Artwork,  Korean Temple Artwork

Agwi – Hungry Ghosts: 아귀

An 18th Century Image of an Agwi from a Gamno-do (Sweet Dew Mural) at the National Museum of Korea in Seoul.

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Introduction

If you’ve ever looked close enough, especially around the Myeongbu-jeon Hall, perhaps you were lucky enough to see the image of an “Agwi – 아귀,” or “Hungry Ghost/Spirit” in English. Or more likely, you’ve probably seen this demon-like creature, but you weren’t sure what it was. So what exactly is an Agwi? Where can you find them? And what are they supposed to represent?

Physical Description of an Agwi

An Agwi, or “Hungry Ghost” in English, was formerly a human who is now suffering in the afterlife from hunger and thirst as a part of their karma for their bad deeds. These deeds can include killing, stealing, sexual misconduct, desire, greed, anger, and ignorance, while they were alive. As a result of their actions, their appearance reflects their misdeeds.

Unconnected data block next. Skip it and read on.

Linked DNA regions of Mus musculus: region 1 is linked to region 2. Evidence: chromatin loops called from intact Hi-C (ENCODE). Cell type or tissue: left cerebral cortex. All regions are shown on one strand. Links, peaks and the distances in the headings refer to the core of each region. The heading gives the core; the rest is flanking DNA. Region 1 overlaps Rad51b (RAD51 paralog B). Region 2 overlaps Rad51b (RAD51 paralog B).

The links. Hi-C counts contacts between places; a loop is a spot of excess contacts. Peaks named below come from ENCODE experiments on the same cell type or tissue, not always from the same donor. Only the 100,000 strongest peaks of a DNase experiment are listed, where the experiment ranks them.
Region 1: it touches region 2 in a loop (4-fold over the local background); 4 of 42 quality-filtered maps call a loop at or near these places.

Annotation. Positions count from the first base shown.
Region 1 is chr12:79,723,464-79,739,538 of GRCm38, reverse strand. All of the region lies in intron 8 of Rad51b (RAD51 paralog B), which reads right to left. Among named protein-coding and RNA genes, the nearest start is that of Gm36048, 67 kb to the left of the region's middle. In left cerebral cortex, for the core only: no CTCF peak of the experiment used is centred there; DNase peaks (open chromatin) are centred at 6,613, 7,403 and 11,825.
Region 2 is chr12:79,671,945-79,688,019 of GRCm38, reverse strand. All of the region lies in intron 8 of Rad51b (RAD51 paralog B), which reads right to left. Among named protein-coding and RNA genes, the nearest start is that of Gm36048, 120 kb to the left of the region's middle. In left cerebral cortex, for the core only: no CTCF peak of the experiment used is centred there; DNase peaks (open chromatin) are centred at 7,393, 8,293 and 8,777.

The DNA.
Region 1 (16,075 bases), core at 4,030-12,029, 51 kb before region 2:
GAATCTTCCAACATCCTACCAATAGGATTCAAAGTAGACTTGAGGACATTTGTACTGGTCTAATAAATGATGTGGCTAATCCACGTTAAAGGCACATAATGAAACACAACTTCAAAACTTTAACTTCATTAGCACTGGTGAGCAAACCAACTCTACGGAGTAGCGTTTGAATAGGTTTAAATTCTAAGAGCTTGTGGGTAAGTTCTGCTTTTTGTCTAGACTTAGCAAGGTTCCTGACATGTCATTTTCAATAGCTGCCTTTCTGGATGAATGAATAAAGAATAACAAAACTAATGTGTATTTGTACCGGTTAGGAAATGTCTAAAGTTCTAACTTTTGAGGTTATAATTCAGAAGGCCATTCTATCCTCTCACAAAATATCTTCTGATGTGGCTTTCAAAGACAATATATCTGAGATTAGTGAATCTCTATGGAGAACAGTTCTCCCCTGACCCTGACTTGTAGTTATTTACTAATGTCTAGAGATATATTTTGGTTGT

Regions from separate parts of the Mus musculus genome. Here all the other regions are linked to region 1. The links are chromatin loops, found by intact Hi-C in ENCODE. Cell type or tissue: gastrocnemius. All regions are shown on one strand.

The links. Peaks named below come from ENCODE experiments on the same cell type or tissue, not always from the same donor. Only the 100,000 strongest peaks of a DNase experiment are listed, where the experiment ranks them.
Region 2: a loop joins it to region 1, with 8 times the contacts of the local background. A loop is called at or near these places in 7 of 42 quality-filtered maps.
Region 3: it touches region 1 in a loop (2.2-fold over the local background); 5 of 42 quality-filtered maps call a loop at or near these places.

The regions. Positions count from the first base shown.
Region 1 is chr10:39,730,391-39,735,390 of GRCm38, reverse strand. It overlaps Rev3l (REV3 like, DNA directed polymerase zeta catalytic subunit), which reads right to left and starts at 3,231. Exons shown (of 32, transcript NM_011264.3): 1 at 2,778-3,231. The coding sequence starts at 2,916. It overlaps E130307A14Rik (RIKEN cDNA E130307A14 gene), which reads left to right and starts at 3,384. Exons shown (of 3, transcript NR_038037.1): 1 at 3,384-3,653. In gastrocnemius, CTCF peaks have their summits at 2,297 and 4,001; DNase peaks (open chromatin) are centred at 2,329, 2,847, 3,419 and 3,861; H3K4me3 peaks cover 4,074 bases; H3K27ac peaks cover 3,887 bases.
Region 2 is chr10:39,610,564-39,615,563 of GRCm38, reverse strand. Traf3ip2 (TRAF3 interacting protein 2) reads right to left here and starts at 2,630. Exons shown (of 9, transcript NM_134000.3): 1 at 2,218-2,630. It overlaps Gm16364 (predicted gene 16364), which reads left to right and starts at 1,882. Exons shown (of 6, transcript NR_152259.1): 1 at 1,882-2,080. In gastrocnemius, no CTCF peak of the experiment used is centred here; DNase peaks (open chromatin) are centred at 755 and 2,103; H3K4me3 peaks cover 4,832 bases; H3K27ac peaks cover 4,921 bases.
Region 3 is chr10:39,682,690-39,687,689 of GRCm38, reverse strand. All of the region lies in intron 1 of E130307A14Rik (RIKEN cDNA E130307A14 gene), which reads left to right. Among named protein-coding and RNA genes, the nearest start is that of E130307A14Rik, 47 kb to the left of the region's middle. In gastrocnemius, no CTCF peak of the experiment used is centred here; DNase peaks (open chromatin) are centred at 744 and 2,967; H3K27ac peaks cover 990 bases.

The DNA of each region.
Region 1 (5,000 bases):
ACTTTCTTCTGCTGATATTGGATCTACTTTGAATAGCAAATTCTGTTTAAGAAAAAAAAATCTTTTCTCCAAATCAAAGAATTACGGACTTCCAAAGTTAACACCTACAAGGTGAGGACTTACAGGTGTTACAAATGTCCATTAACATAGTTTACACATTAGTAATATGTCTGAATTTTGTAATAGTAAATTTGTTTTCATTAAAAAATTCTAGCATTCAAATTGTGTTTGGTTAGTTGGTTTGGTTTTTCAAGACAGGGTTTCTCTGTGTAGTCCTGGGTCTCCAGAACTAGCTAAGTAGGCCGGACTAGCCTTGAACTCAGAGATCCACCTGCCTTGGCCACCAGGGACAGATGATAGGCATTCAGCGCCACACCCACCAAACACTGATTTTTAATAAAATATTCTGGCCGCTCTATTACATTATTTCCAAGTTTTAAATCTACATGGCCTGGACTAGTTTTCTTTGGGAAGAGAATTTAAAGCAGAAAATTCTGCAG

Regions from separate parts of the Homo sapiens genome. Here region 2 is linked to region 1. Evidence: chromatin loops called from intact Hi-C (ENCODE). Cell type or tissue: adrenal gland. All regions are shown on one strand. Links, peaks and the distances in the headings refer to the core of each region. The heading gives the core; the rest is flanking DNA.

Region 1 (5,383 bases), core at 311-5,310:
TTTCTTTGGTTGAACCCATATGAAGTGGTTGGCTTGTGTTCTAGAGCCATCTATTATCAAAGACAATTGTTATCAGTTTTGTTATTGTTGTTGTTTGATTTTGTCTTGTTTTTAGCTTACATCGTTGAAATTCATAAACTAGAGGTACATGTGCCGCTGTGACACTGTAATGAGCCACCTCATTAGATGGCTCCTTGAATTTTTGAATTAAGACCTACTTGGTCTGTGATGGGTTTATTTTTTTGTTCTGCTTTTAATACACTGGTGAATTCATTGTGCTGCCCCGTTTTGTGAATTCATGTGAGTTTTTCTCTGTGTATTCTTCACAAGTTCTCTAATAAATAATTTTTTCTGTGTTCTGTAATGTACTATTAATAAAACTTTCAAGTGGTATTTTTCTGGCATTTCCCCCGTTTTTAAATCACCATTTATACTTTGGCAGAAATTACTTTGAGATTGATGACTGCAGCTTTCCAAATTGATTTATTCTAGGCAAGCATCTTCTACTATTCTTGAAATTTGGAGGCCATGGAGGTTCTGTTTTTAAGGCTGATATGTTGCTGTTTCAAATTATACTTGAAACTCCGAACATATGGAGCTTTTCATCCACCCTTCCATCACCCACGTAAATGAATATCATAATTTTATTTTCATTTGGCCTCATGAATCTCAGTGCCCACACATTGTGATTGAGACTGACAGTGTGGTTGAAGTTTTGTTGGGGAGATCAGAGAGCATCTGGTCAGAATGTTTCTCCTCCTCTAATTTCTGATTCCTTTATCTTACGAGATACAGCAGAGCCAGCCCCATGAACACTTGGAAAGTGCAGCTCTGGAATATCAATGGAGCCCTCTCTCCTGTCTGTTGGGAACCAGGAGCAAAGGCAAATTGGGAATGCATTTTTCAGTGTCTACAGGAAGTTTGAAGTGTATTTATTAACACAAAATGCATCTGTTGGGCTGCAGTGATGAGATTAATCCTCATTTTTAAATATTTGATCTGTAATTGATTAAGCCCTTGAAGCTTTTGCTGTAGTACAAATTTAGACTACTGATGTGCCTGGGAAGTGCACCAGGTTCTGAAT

An 18th century painting of the Siwang (The Ten Kings of the Underworld) from the museum at Girimsa Temple in eastern Gyeongju.
Another 18th century painting of the Siwang (The Ten Kings of the Underworld) from the museum at Girimsa Temple in eastern Gyeongju.

Agwi are human-like in appearance. They have sunken, mummy-like skin. They also have small limbs with bulging eyes, open mouths, distended bellies, and a long narrow neck. Also, they are hardly wearing any clothes on their bodies. Their eyebrows are knitted in anger, while they are either bald or losing their hair. Additionally, they typically wear a lot of jewelry like bracelets or anklets. Also, their ears are typically pierced with gold earrings. But perhaps the easiest way to identify Agwi is by the red wings that appear from behind their ears. Their overall appearance, especially the large belly and narrow necks, are meant to symbolize their insatiable appetites that are never satisfied.